Research has shown that most problems in most families arise from lack of communication among couples or partners. Lack of regular interaction between married couples is a major cause of misunderstandings in today’s families especially on the African continent.
It is very common these days to find one member of a family doing his or her own thing without consulting the other. This has resulted into conflicts and, as a consequence, domestic violence.
As we were pondering over this issue, some time last week, most of my colleagues were in agreement with an argument put forward by my friend Cyprian.
I have known Cyprian since 2003 when we joined the same university in Uganda. He has always been quite a character when it came to debate and argument. His reasoning was always absolutely spot on.
In this particular discussion, his argument was based on the fact that “what causes most of the domestic problems in our societies and families today is selfishness” he persuaded us to believe; emphasizing that people have taken the culture of selfishness which was never “an African culture”.
Africans had a common culture of sharing but now it is no more; people have taken up and are entirely fixated on the culture of ‘every man for himself’, Cyprian said.
This according to him is not only manifested in our societies but he emphasized that it is a destructive syndrome that we carry to our own homes when we finally settle down in a marriage.
So, to cut the long story short, we all agreed with him but what remained tickling my mind are the consequences of such behaviour on the entire family, especially children
Research and experience shows that children in such families are adversely affected by the behavior of their parents.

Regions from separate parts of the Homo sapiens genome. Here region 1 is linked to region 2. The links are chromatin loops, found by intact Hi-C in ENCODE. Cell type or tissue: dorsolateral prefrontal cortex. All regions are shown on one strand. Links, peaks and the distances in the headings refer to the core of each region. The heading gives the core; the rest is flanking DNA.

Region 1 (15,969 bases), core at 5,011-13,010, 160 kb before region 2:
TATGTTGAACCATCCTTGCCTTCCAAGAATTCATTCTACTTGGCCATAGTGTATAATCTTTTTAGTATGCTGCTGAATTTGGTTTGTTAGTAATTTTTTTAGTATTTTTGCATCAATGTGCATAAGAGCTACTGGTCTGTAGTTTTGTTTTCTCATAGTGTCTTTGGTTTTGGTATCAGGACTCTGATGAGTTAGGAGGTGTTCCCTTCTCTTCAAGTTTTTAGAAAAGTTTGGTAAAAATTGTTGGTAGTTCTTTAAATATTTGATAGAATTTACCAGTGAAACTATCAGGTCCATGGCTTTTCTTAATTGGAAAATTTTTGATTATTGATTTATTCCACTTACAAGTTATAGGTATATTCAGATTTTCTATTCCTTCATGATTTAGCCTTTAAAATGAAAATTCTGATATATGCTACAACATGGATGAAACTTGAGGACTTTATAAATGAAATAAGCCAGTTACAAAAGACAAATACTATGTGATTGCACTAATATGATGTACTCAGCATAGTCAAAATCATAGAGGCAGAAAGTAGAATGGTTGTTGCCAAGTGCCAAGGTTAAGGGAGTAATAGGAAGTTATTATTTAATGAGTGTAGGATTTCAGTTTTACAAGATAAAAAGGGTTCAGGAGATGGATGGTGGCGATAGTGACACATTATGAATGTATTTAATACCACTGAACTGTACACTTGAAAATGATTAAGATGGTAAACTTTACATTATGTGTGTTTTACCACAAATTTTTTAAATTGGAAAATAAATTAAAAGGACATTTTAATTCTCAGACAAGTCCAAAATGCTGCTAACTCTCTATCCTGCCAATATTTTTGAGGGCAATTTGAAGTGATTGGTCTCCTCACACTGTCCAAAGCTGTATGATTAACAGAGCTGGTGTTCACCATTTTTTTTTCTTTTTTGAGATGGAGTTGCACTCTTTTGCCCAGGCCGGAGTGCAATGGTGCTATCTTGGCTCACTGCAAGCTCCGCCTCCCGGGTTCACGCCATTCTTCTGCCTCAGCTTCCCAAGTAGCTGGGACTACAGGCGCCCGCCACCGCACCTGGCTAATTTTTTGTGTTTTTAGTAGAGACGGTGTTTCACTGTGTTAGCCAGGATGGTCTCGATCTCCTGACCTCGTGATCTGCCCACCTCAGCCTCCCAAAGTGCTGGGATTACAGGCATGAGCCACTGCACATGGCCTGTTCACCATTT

In most cases you would never find such children at happy. Most of them are prone to attack from diseases caused by lack of parental affection. In many cases parents are sullen, with a great amount of bitterness, so when they finally burst they end up committing unintended and undesirable atrocities to each other.
There is a great need for introducing mechanisms for communication that enable parents to solve problems internally without causing their children trauma.
This may sound a simple matter or you may even find it not at all appealing to you but it is a major problem that requires special attention and focus by governments especially for “us” Africans who do not even have time for attending counseling services.
Most of us do not even know the importance of counseling or where such services could be accessed. A campaign to motivate communication between married people is now a necessary evil for most of us are unwilling or even do they wish to comply and cooperate with their partners in many social and economic aspects.
Rwanda is not exceptional in as far as this matter is concerned. Many people are suffering similar circumstances although it is quite difficult to understand or identify the victims.
It is very paramount that as we think about campaigns against domestic violence we also address causes of such violence especially like one that arises from “domestic silence” by encouraging married couples to always visit counseling centers and also encourage them to initiate their own communication mechanisms that would help them live happily.